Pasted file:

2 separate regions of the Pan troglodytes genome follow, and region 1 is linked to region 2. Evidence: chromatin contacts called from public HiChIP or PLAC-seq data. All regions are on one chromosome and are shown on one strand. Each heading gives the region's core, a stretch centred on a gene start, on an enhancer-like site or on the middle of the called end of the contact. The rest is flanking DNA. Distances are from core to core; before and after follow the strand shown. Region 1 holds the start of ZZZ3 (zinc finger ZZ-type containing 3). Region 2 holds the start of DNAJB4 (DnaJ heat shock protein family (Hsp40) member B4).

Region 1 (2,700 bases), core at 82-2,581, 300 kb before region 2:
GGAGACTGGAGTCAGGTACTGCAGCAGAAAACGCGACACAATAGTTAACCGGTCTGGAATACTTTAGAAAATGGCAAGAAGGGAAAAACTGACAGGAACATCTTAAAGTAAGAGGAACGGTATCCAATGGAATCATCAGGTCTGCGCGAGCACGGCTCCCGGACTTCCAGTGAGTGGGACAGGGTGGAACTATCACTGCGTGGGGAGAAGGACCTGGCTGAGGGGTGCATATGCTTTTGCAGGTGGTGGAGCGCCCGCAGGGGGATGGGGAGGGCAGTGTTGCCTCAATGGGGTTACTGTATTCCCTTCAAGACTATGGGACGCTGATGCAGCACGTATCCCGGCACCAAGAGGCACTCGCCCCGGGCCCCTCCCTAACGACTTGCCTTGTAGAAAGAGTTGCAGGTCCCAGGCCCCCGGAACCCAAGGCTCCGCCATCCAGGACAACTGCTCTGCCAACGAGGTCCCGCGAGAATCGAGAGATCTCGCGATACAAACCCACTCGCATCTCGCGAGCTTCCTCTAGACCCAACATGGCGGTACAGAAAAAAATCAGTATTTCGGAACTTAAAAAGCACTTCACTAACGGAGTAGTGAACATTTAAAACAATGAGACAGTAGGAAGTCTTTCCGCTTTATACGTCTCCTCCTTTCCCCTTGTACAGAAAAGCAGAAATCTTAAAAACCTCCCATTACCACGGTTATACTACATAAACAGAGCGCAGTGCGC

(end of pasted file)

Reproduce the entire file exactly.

2 separate regions of the Pan troglodytes genome follow, and region 1 is linked to region 2. Evidence: chromatin contacts called from public HiChIP or PLAC-seq data. All regions are on one chromosome and are shown on one strand. Each heading gives the region's core, a stretch centred on a gene start, on an enhancer-like site or on the middle of the called end of the contact. The rest is flanking DNA. Distances are from core to core; before and after follow the strand shown. Region 1 holds the start of ZZZ3 (zinc finger ZZ-type containing 3). Region 2 holds the start of DNAJB4 (DnaJ heat shock protein family (Hsp40) member B4).

Region 1 (2,700 bases), core at 82-2,581, 300 kb before region 2:
GGAGACTGGAGTCAGGTACTGCAGCAGAAAACGCGACACAATAGTTAACCGGTCTGGAATACTTTAGAAAATGGCAAGAAGGGAAAAACTGACAGGAACATCTTAAAGTAAGAGGAACGGTATCCAATGGAATCATCAGGTCTGCGCGAGCACGGCTCCCGGACTTCCAGTGAGTGGGACAGGGTGGAACTATCACTGCGTGGGGAGAAGGACCTGGCTGAGGGGTGCATATGCTTTTGCAGGTGGTGGAGCGCCCGCAGGGGGATGGGGAGGGCAGTGTTGCCTCAATGGGGTTACTGTATTCCCTTCAAGACTATGGGACGCTGATGCAGCACGTATCCCGGCACCAAGAGGCACTCGCCCCGGGCCCCTCCCTAACGACTTGCCTTGTAGAAAGAGTTGCAGGTCCCAGGCCCCCGGAACCCAAGGCTCCGCCATCCAGGACAACTGCTCTGCCAACGAGGTCCCGCGAGAATCGAGAGATCTCGCGATACAAACCCACTCGCATCTCGCGAGCTTCCTCTAGACCCAACATGGCGGTACAGAAAAAAATCAGTATTTCGGAACTTAAAAAGCACTTCACTAACGGAGTAGTGAACATTTAAAACAATGAGACAGTAGGAAGTCTTTCCGCTTTATACGTCTCCTCCTTTCCCCTTGTACAGAAAAGCAGAAATCTTAAAAACCTCCCATTACCACGGTTATACTACATAAACAGAGCGCAGTGCGC